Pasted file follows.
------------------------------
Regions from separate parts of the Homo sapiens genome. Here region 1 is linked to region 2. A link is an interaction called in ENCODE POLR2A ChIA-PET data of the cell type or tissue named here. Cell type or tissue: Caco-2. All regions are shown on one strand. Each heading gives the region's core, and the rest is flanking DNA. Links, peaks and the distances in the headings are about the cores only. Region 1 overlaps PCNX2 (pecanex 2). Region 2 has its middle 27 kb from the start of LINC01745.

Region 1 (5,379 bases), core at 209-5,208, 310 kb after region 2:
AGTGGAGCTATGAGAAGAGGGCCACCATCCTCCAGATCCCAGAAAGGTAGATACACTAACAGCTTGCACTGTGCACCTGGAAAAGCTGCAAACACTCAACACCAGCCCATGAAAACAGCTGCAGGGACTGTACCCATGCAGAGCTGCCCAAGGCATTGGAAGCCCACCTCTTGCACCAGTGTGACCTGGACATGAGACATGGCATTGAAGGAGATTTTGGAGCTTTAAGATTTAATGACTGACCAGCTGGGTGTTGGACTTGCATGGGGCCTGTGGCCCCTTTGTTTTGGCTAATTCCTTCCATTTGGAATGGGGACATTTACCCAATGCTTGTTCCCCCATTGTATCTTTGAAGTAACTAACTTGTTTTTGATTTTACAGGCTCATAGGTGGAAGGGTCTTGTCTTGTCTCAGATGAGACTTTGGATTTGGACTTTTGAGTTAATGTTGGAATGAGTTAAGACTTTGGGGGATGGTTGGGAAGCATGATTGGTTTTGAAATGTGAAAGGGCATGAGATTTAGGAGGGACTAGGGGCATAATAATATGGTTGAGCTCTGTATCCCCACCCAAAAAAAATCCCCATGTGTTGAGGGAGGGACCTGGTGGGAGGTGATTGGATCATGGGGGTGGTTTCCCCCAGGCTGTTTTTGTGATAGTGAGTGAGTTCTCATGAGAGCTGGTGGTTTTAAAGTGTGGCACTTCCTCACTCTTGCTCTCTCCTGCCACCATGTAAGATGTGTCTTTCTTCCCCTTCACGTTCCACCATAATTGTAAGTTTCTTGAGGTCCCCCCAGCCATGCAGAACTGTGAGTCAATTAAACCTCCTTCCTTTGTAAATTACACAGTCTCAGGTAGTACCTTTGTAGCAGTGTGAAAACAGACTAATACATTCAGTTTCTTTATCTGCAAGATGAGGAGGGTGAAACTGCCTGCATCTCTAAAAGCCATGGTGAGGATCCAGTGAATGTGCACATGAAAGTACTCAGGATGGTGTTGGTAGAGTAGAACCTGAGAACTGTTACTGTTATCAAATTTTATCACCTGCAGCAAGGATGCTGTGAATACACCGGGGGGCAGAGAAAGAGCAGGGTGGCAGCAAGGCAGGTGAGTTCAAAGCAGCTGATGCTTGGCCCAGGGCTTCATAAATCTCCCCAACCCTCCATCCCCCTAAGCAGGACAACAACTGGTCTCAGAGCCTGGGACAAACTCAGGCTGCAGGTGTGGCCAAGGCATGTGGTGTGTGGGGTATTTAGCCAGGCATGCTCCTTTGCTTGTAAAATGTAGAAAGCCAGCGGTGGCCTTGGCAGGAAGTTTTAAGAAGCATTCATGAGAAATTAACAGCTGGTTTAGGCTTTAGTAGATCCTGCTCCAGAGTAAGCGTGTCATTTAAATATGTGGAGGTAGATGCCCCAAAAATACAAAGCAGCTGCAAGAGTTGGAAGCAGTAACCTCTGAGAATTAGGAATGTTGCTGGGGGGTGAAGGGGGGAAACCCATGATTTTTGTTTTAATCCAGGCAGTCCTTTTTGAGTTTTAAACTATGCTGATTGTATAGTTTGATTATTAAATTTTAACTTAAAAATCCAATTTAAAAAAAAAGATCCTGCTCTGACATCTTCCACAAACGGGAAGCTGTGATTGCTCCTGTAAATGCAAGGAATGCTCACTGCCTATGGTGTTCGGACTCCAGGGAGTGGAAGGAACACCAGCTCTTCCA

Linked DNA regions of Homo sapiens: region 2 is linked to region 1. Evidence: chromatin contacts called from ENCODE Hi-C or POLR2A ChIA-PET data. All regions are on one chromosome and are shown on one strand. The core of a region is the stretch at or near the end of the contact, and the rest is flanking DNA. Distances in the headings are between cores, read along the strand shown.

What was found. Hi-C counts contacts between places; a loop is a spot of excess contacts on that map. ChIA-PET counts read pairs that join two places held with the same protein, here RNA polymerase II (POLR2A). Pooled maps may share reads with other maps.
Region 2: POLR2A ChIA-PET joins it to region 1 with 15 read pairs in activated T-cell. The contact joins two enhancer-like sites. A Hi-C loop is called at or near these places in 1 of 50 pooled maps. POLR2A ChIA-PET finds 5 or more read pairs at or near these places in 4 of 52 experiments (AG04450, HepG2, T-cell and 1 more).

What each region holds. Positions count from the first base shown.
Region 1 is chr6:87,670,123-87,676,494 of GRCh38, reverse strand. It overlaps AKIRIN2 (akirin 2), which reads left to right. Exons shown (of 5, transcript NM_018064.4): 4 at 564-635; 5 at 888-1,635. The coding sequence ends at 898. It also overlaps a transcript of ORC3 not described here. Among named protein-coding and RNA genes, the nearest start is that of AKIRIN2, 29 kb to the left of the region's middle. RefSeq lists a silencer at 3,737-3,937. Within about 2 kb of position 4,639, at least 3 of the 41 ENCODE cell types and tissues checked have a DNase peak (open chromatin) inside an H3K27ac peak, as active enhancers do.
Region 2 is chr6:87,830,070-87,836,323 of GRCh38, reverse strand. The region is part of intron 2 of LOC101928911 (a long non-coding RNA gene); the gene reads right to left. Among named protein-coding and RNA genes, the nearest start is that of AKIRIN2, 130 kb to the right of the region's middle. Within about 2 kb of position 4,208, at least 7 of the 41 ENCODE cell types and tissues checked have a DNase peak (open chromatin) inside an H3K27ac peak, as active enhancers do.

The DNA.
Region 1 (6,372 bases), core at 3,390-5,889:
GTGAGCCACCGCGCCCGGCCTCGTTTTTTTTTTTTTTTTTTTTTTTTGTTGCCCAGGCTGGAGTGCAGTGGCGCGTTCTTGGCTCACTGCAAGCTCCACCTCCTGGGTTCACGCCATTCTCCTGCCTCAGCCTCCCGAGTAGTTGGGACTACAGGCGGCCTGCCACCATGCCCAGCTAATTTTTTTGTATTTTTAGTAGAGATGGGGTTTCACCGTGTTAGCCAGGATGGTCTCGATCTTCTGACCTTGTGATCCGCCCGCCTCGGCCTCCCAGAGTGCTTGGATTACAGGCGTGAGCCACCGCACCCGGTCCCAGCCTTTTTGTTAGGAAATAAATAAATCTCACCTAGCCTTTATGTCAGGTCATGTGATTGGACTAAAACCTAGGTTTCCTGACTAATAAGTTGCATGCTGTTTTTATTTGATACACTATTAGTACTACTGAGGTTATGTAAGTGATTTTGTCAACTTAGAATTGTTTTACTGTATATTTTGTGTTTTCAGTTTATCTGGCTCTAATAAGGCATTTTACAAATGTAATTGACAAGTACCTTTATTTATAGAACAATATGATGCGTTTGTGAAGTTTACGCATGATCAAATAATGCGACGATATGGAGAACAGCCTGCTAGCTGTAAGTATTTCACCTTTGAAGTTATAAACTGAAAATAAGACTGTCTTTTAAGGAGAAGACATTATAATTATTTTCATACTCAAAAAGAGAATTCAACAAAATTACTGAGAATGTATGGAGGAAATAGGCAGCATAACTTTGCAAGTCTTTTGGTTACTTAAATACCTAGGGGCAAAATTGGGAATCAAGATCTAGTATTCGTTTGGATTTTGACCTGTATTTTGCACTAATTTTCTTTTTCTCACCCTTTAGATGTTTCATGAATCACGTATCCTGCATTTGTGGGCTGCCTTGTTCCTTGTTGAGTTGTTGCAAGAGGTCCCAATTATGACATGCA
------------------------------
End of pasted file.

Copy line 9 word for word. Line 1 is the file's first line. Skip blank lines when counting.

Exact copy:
Region 2 is chr6:87,830,070-87,836,323 of GRCh38, reverse strand. The region is part of intron 2 of LOC101928911 (a long non-coding RNA gene); the gene reads right to left. Among named protein-coding and RNA genes, the nearest start is that of AKIRIN2, 130 kb to the right of the region's middle. Within about 2 kb of position 4,208, at least 7 of the 41 ENCODE cell types and tissues checked have a DNase peak (open chromatin) inside an H3K27ac peak, as active enhancers do.